You can then keep on adding employees

to the point where this constraint is honored.

So this is quite an easy way to find a staffing plan.

You can do this for one time slot in isolation, but also consider the situation

where you have seasonal demand as illustrated on the earlier slide.

Seasonal demand simply means

that the inter-arrival times are actually changing over the course of the day.

There are 60 minutes in an hour, and so if I have 30 customers arrive in an hour,

I have an inter-arrival time of two.

When demand gets busier, I have a shorter inter-arrival time.

So say for the sake of argument,

I have some times in the day when there are not 30 customers arriving.

But, there are 50 customers arriving.

When you enter arrival time, in this case

would simply be 60 minutes in an hour divided by 50 customers in an hour,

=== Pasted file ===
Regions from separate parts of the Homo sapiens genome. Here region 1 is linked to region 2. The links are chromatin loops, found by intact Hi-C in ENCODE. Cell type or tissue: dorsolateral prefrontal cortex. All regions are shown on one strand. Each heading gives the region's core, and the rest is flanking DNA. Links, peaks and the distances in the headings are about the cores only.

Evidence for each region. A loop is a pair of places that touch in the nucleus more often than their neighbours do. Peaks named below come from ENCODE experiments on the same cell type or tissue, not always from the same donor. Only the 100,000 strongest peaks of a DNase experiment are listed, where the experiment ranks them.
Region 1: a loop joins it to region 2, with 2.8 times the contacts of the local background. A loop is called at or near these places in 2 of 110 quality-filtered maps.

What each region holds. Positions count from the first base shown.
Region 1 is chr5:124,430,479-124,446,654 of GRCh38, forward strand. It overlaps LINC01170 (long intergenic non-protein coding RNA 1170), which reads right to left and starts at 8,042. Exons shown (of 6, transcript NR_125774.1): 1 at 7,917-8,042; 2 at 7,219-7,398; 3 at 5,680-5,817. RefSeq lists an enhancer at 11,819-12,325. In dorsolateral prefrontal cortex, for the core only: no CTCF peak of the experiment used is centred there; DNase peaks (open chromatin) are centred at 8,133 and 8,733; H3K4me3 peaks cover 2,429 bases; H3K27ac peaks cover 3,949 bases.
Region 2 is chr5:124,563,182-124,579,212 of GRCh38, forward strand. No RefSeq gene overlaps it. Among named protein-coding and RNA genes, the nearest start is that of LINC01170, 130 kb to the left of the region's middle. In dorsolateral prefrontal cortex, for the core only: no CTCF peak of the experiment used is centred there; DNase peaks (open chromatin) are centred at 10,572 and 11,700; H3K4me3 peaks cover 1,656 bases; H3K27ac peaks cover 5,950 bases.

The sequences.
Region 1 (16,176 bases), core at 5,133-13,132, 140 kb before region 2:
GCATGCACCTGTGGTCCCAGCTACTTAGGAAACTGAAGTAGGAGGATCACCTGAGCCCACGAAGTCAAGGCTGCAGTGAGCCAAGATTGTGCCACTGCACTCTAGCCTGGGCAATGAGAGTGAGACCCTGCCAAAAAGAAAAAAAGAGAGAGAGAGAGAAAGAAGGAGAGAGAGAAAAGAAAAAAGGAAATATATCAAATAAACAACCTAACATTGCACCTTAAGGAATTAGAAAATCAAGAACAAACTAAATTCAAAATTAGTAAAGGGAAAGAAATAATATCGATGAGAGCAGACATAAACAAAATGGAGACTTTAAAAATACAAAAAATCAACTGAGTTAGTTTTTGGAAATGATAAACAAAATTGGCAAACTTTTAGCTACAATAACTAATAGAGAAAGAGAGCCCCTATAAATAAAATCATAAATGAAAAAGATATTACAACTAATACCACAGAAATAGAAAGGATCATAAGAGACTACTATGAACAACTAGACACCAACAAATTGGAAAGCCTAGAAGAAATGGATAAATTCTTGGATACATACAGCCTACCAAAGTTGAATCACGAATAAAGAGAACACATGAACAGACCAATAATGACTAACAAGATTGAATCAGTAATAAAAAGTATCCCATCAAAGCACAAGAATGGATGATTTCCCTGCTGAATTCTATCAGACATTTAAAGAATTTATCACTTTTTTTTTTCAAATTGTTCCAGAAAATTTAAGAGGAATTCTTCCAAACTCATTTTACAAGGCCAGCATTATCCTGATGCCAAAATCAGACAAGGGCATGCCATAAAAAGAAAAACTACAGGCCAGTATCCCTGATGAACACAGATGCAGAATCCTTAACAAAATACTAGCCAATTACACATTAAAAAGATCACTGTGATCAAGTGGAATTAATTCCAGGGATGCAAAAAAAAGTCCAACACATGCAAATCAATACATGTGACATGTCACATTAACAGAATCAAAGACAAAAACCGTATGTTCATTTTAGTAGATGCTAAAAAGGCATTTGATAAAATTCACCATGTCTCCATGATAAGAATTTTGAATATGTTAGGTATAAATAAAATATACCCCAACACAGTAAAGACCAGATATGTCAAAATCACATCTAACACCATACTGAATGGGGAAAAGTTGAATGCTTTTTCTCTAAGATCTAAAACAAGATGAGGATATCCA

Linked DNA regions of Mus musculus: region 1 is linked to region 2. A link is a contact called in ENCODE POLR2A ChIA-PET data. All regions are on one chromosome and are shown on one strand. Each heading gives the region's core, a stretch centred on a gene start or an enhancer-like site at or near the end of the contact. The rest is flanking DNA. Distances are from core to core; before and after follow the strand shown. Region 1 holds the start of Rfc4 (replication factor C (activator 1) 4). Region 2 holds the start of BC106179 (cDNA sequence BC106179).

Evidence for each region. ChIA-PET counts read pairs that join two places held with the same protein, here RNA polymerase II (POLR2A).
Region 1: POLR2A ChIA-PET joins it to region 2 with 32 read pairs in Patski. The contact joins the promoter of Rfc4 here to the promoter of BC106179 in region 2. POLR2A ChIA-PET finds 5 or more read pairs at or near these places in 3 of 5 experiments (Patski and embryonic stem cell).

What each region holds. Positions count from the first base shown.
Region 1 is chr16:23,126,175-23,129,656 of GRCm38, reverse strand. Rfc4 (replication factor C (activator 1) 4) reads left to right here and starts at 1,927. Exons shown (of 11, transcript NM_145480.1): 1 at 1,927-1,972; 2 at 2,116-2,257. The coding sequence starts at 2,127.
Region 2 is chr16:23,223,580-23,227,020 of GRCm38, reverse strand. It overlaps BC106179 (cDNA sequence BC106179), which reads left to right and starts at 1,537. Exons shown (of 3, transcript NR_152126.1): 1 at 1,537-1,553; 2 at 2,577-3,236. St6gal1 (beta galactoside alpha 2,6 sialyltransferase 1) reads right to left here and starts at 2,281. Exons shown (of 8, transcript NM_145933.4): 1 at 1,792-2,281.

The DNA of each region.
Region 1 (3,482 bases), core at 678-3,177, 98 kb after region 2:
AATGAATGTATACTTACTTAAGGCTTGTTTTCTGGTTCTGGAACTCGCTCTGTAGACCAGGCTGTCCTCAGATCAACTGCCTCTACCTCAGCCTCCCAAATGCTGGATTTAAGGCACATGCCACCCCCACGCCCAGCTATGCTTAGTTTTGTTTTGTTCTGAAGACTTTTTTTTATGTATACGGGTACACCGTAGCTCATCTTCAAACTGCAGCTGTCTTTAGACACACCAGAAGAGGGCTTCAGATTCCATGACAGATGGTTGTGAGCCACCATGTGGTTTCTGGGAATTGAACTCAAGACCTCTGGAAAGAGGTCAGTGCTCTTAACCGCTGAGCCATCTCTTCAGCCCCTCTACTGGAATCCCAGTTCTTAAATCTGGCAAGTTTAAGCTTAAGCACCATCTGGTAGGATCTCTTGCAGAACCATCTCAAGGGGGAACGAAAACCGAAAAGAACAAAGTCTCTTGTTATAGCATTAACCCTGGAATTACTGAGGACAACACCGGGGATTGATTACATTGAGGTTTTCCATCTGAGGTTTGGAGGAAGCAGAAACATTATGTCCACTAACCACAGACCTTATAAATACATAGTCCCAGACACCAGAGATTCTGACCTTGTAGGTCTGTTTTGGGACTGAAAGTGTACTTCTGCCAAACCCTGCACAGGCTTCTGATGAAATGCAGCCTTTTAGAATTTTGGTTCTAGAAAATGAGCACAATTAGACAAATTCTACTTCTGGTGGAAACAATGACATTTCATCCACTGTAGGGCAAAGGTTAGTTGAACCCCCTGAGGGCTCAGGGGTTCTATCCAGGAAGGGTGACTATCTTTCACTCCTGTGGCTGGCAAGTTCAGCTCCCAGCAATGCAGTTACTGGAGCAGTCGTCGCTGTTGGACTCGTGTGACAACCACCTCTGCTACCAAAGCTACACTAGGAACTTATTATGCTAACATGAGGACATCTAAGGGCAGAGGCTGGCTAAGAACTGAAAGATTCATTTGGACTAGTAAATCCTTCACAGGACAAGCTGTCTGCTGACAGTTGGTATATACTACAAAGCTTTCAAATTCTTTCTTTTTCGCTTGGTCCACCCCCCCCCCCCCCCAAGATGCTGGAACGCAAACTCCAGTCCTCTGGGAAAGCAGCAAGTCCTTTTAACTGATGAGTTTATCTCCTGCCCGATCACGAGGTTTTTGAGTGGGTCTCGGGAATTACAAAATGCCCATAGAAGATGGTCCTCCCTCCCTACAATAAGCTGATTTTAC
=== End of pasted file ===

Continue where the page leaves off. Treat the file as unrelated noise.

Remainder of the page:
which means there's a customer coming in every 1.2 minutes.

Notice that this blows up our waiting-time formula.

At that point actually our implied utilization is bigger than one and

our formula does not apply.

I have to keep on adding employees to make this staffing feasible.

If I add from three to four employees

I have an average waiting time of two point five minutes.

If I have a goal as articulated earlier as having a response time

under two minute waiting time.

Well let's see if five minutes was a job, five employees to the job and you notice

that I can just increment my m to the point where the constraint is fulfilled.